Federico Ranero: 3:53

Yeah, I couldn't agree more with you actually, to give some perspective of how I figured this was a big problem and an opportunity as well, in the way you mentioned it is. In my previous life, I was general manager of Uber in Mexico. It was the third largest market worldwide. But I could summarize that my number one business constraint was vehicle access.So we have tons of demand, tons of supply of driver drivers, but not a vehicle. So meaning a lot of people want to self employed themselves, but they couldn't because there were so many prohibitive barriers in the way that didn't allow them to get this work too. So, you know, I became really obsessed with the problem and decided to come and solve it with Carl Icahn in the10 markets where we operate from Mexico, Brazil to Turkey and the Middle East.

Zarif Haque: 4:38

And we honestly take it for granted here. Right credits readily available. car dealerships are everywhere. And we can actually trust we buy from alright. That's a luxury in many other countries. Yeah,that's where you know, I think when I was speaking to Kavak that's the first few things you know, that's it really stuck out to me. Yeah, they're doing it.Well.

Kyle Mountsier: 5:02

That's amazing.So an n the, like you said the plumbing to that. You just said like just access to vehicles.And so there's plumbing to that too, just moving vehicles around getting those in the right places, making sure that people can have access to that we, we take for granted like a really competent highway system.Alright, I'm sure that's something that you said you're in, what six countries, right,and then nine, and then Kavak Santa like that. That one piece alone, I can't imagine in some countries that are less developed them than the US is probably a challenge that you've had to meet.

Zarif Haque: 5:37

And I mean, it's it's even wilder, we, when we started piloting with Kavak, you know, we started learning about security issues, things that we never think about carving pulled over while a driver's moving it,and then they're taking off the wheels, and it's stuff and it's just like, You know what, but we have something that it's not going to be bulletproof, right?It's not the silver bullet,maybe. But we can get you really darn close to making sure that,you know, your your assets will be safe, and they'll get to where they need to be.

Kyle Mountsier: 6:10

So what how are you taking some of those learnings? Because you are in multiple countries at this point? How are you taking learnings across borders and going, Oh, we had to solve for this here, that maybe give an example of like, if we had we because we had to solve it over here, it also gave another country or another company or another organization, the ability to do the same thing.And that was good for their and end goal.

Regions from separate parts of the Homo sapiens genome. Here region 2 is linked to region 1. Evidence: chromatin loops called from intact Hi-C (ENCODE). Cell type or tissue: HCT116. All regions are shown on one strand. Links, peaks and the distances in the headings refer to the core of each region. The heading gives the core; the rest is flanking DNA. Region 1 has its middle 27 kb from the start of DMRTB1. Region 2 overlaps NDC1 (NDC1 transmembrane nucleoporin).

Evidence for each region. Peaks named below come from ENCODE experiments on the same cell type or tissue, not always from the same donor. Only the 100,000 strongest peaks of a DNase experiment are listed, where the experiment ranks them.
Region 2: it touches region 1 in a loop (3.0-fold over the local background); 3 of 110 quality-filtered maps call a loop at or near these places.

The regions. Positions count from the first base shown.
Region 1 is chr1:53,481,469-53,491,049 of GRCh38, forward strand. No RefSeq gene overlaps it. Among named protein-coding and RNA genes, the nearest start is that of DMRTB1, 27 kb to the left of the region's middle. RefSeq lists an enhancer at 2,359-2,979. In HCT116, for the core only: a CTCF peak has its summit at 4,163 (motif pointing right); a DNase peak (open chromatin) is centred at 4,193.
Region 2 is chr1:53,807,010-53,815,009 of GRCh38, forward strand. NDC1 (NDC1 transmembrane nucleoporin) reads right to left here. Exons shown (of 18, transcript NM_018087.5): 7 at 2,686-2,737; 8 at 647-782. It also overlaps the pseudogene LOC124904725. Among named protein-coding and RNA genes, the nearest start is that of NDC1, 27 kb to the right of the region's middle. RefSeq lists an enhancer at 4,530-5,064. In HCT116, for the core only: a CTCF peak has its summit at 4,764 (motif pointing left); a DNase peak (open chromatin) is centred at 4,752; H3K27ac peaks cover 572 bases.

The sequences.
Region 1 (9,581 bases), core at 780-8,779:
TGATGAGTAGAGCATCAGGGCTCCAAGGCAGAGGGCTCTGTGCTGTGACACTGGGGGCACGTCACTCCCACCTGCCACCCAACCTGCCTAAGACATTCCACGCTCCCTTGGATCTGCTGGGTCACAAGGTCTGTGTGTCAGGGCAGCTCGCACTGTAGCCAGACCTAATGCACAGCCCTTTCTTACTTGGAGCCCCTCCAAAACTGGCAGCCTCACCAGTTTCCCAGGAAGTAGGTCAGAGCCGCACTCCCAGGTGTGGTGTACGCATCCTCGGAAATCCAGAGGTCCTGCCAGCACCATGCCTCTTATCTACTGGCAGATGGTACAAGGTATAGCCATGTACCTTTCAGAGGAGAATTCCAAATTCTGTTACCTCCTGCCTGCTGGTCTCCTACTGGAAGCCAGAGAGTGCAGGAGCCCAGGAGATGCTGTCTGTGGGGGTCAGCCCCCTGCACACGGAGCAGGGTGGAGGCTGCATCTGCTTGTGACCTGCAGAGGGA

Zarif Haque: 6:36

I mean, for us, it was it's a relatively universal problem. But there's like,little nuances that we learn about, like what I just told you. But it's been, it has been really easy with our partnership with Kavak, because they've kind of been the trailblazer. And they've also been our primary customer in going into all these, you know, new areas. And so we have a partner that we can rely on that we can trust, and that we can learn from while we do it. But you know, honestly,it's it's a very universal problem. And our technology was built in a way to be universal everywhere. And they were able to prove it.

Paul Daly: 7:11

Let's talk about the nature of the partnership, the best partnerships, everybody learns from the other person. So when asked each of you, what are some of the things that you've learned, since you've embarked on the partnership and you know,started to integrate your systems and, and do business together?

Federico Ranero: 7:26

Actually, you know, I learned that human nature pushes you to be so arrogant to think that you can solve these things on your own.But the reality was, and I thought I knew a thing or two about tech and logistics coming from Uber is that moving vehicles is something else, man,when you have to move your mode of transportation, then you need a totally different logic to move the drivers in a different sequence in an orchestration than you do the vehicle themselves. You need very specific processes before,during and after every movement to do each delivery, as opposed to moving people or burgers around, right. So we quickly these guys pinged me probably six or seven times I said no. I said we're gonna build it.

Paul Daly: 8:11

And we can do this,we're gonna need your help.Yeah, whoever you are,

Federico Ranero: 8:16